First boat

See: "Useful Information and Suppliers" for a list of lumber and plywood suppliers. Also see: "Wood & Plywood Information". Both located in the left-hand column of the Home page.

Moderator: Bill Edmundson

Post Reply
flabio
Posts: 20
Joined: Sun Dec 30, 2007 7:41 pm

First boat

Post by flabio » Wed Jan 09, 2008 8:34 pm

I have wanted to build a boat myself since I was in high school and watched one of our neighbors build one. Now that I have more free time I plan on building a bullet boat sometime this year. My question is since I have little woodworking experience would it be helpful to take an adult education class to learn some basics?
I also would like to have a list of woodworking tools that will help in the construction.

FDMSIV
Posts: 407
Joined: Tue Jun 06, 2006 12:28 pm
Location: New Orleans

Post by FDMSIV » Wed Jan 09, 2008 9:03 pm

In my opinion, the best teacher is yourself. I have learned more just by doing than any instructor could have taught. I would only suggest taking a course if you are uncomfortable working with power tools and unaware of the danger they pose is used incorrectly. There are no complicated joints (as far as Glen-L boats), pretty much just a square peg and round hole type of stuff... :wink:


As far as tools are concerned, I used the following

Table Saw
Circular Saw (very rarely)
Jig Saw
Random Orbit Sander (4")
Angle Grinder (4")
Belt Sander
Small and Medium Hand Plane (mostly the smaller one)
Electric Drill
Yankee Driver (Excellent tool in my opinion)

If you do not have it already, patience is about the only thing you really need to have. There have been days when I really do consider taking a match to the project, but you just have to keep on going.

basilkies
Posts: 496
Joined: Wed Sep 22, 2004 9:19 pm
Location: Marin California

Post by basilkies » Thu Jan 10, 2008 6:14 pm

I built a boat on my own my wood experience was very minimal, mostly hacking out shapes to cover with foam and material. Once I copied a drawer face on a built in drawer to fix it. Then the occasional stray door jam and door job.

You have plenty of experience to get started. Just be sure to read about how to select wood and learn about using epoxy. Epoxy isn't tricky or anything it's just good to know some technique for fiberglassing and how to thicken it correctly for various jobs. You'll be surprised at the versatility it gives you. You can fix anything with epoxy and make it look good, especially if you paint over it.

User avatar
leakcheck
Posts: 2950
Joined: Mon Nov 17, 2003 3:01 pm
Location: Lander Wyoming

Post by leakcheck » Thu Jan 10, 2008 6:33 pm

FDMSIV wrote:
As far as tools are concerned, I used the following

Table Saw
Circular Saw (very rarely)
Jig Saw
Random Orbit Sander (4")
Angle Grinder (4")
Belt Sander
Small and Medium Hand Plane (mostly the smaller one)
Electric Drill
Yankee Driver (Excellent tool in my opinion)

I
I agree with the above...as long as you are comfortable. I have built a house before but the knowledge I gained from that experience did not directly translate into the boat building knowledge I needed. Stuff is not plumb and square as I am used to both in building and plumbing. Wood is pretty much wood, but you can do it with some reading and some practice.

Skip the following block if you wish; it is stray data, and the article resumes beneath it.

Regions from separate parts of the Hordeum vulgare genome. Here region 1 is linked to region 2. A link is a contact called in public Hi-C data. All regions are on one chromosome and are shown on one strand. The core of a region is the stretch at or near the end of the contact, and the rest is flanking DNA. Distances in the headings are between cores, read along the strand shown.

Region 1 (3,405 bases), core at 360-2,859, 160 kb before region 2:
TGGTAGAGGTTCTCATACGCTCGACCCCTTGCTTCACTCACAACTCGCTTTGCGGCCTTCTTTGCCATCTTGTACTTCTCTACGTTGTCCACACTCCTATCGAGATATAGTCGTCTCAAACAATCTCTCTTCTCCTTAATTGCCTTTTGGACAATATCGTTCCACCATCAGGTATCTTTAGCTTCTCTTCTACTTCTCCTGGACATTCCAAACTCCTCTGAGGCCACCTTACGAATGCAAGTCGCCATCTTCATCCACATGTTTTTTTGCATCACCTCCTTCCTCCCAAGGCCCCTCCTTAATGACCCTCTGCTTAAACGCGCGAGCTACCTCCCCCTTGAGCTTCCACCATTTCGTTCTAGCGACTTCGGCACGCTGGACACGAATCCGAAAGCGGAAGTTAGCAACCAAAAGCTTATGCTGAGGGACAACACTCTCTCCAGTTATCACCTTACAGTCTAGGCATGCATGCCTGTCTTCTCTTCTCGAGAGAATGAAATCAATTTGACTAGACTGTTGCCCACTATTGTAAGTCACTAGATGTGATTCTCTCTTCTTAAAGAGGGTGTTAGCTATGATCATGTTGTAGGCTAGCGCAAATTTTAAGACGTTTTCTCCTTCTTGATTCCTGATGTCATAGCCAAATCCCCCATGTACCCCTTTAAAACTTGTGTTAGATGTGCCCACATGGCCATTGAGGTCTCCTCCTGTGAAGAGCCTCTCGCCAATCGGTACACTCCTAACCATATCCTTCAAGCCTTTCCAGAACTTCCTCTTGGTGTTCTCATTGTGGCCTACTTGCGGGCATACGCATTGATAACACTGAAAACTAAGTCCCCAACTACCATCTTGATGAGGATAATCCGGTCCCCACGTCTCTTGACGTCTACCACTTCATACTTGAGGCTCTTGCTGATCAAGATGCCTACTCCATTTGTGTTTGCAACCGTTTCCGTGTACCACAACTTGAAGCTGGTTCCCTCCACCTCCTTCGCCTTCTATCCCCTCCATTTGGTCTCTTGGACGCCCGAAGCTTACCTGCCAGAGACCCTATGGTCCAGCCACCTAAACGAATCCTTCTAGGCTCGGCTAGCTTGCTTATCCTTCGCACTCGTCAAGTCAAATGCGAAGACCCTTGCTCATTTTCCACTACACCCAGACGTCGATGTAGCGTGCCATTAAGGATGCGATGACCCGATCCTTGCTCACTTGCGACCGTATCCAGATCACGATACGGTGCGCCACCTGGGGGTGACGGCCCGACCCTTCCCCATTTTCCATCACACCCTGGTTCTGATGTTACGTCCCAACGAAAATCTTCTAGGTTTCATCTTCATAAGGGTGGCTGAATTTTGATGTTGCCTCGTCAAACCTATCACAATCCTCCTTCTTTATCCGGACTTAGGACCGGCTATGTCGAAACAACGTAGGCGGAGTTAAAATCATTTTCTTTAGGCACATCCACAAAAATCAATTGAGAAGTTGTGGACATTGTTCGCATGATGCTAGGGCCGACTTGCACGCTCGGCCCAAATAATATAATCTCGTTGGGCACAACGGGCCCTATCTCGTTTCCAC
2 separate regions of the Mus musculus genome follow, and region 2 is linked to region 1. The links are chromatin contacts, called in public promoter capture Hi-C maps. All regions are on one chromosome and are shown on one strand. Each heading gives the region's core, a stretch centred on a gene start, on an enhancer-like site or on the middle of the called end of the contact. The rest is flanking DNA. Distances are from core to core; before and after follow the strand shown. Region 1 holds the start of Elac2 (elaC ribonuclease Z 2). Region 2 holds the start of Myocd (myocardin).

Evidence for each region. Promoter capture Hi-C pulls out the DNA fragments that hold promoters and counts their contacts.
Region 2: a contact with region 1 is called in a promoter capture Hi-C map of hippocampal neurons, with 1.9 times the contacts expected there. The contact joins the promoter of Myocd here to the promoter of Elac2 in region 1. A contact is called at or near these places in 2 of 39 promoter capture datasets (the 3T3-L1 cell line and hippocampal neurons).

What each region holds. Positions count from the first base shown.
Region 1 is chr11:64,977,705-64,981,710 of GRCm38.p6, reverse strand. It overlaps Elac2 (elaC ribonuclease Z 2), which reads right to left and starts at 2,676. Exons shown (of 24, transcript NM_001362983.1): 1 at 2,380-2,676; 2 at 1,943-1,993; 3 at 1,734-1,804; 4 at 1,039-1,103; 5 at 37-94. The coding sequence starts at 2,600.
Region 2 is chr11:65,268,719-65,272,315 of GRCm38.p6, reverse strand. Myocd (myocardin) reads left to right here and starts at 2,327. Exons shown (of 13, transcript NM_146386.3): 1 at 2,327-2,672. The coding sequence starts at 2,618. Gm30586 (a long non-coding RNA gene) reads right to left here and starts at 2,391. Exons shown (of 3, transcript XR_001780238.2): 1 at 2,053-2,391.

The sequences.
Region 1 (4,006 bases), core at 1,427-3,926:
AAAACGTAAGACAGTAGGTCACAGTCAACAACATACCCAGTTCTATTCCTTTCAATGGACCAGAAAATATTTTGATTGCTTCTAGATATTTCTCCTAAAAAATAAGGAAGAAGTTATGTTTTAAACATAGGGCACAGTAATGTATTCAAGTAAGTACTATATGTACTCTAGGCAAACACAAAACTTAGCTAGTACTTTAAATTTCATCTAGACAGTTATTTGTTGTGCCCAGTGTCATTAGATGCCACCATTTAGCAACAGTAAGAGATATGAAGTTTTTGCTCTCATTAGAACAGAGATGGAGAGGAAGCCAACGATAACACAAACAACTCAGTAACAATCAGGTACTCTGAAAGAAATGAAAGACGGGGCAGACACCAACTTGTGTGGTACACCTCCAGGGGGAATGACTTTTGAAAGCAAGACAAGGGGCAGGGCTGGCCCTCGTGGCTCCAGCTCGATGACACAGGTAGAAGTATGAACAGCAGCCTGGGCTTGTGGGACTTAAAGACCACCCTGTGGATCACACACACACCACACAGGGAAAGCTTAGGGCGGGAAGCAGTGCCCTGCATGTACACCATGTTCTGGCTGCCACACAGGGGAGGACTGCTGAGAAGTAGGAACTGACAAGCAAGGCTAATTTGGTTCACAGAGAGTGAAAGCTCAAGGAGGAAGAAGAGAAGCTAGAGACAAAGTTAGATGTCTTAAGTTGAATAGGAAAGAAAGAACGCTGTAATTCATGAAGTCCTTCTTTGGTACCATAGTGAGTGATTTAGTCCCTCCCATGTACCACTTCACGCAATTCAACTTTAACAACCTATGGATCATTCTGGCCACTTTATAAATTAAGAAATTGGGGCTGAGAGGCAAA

And in "Big Building" you dont have alot of use for the smaller tools as the sanders etc..which you will be using CONTINUOUSLY !!

I still have to pick up a number of planes and a bandsaw,. but I have most of the other stuff to complete my Coastal Cruiser (or is that a Dyno Jet)....

Steve :roll: :roll:

User avatar
brianm
Posts: 129
Joined: Tue Sep 13, 2005 12:29 pm

experience????

Post by brianm » Thu Jan 10, 2008 7:16 pm

I had no experience. I'd built a few shelves but thats it. The beauty of building your own boat is that you can take time, take MORE time or EVEN MORE TIME to make sure you've got good glue surfaces and good workmanship. Almost everything went well for me the first time through...a few things took some rework, but so what...my boat was the most fun project I've ever taken on.

The plans and design of mine have resulted in a boat that impresses everyone who comes aboard. All I had to do was follow the instructions and not cheap out on epoxy and floatation foam, and all is well.

Dive In!
here's the stiletto with a Yamaha 90 4 stroke

upspirate

Post by upspirate » Fri Jan 11, 2008 9:11 am

I've built 2 boats with minimal woodworking experience& just hand tools & a drill & saber saw & belt sander.

With that said if you feel you would benefit from an adult wood class ,take it!I'm thinking of doing that to get some experience on table saw,band saw,planner,jointer etc which I have no experience with.

You also may make friends with people that can help you when you need more than 2 hands on your later build

FDMSIV
Posts: 407
Joined: Tue Jun 06, 2006 12:28 pm
Location: New Orleans

Post by FDMSIV » Fri Jan 11, 2008 9:46 am

I hate to say that I actually learned something from a Yankee, but "New Yankee Workshop" and "This Old House" are great shows for familarizing yourself with basic power tools, and the shows are fun to watch. Although it is a little frustrating when Norm takes some wood over to his Top-o-da-line table saw, and then to the T-o-d-l router, then to the ..... You get the picture, it just isn't fair when someone has all of the cool toys.

Post Reply

Return to “Wood and Plywood”